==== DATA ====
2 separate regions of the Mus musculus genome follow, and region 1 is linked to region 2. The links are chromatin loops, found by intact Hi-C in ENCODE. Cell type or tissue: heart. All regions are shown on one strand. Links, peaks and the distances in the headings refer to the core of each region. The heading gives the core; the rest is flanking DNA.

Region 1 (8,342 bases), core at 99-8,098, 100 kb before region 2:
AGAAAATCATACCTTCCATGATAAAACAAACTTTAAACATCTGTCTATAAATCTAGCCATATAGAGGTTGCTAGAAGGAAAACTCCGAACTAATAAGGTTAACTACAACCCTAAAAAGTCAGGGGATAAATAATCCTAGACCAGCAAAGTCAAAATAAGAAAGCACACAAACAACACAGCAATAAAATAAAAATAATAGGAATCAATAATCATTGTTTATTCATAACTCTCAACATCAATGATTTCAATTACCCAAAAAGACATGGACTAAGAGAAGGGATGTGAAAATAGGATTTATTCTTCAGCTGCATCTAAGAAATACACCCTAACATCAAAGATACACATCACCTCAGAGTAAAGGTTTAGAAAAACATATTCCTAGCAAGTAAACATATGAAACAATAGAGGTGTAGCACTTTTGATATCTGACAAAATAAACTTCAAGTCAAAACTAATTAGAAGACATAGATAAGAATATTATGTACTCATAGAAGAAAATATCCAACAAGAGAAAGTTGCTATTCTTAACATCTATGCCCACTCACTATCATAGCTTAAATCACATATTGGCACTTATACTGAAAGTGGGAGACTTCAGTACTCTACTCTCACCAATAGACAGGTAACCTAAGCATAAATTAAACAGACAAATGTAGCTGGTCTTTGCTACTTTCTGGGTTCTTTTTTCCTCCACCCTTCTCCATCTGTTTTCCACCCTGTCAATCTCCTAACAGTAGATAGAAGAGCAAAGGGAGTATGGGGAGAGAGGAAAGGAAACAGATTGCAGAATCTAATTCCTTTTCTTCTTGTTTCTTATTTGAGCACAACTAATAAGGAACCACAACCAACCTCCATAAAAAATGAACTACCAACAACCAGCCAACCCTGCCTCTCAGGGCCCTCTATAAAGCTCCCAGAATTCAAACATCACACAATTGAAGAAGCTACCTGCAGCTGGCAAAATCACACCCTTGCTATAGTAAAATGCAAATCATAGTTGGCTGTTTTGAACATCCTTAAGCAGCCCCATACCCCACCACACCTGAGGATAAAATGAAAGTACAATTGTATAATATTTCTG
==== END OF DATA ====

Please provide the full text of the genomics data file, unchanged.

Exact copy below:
2 separate regions of the Mus musculus genome follow, and region 1 is linked to region 2. The links are chromatin loops, found by intact Hi-C in ENCODE. Cell type or tissue: heart. All regions are shown on one strand. Links, peaks and the distances in the headings refer to the core of each region. The heading gives the core; the rest is flanking DNA.

Region 1 (8,342 bases), core at 99-8,098, 100 kb before region 2:
AGAAAATCATACCTTCCATGATAAAACAAACTTTAAACATCTGTCTATAAATCTAGCCATATAGAGGTTGCTAGAAGGAAAACTCCGAACTAATAAGGTTAACTACAACCCTAAAAAGTCAGGGGATAAATAATCCTAGACCAGCAAAGTCAAAATAAGAAAGCACACAAACAACACAGCAATAAAATAAAAATAATAGGAATCAATAATCATTGTTTATTCATAACTCTCAACATCAATGATTTCAATTACCCAAAAAGACATGGACTAAGAGAAGGGATGTGAAAATAGGATTTATTCTTCAGCTGCATCTAAGAAATACACCCTAACATCAAAGATACACATCACCTCAGAGTAAAGGTTTAGAAAAACATATTCCTAGCAAGTAAACATATGAAACAATAGAGGTGTAGCACTTTTGATATCTGACAAAATAAACTTCAAGTCAAAACTAATTAGAAGACATAGATAAGAATATTATGTACTCATAGAAGAAAATATCCAACAAGAGAAAGTTGCTATTCTTAACATCTATGCCCACTCACTATCATAGCTTAAATCACATATTGGCACTTATACTGAAAGTGGGAGACTTCAGTACTCTACTCTCACCAATAGACAGGTAACCTAAGCATAAATTAAACAGACAAATGTAGCTGGTCTTTGCTACTTTCTGGGTTCTTTTTTCCTCCACCCTTCTCCATCTGTTTTCCACCCTGTCAATCTCCTAACAGTAGATAGAAGAGCAAAGGGAGTATGGGGAGAGAGGAAAGGAAACAGATTGCAGAATCTAATTCCTTTTCTTCTTGTTTCTTATTTGAGCACAACTAATAAGGAACCACAACCAACCTCCATAAAAAATGAACTACCAACAACCAGCCAACCCTGCCTCTCAGGGCCCTCTATAAAGCTCCCAGAATTCAAACATCACACAATTGAAGAAGCTACCTGCAGCTGGCAAAATCACACCCTTGCTATAGTAAAATGCAAATCATAGTTGGCTGTTTTGAACATCCTTAAGCAGCCCCATACCCCACCACACCTGAGGATAAAATGAAAGTACAATTGTATAATATTTCTG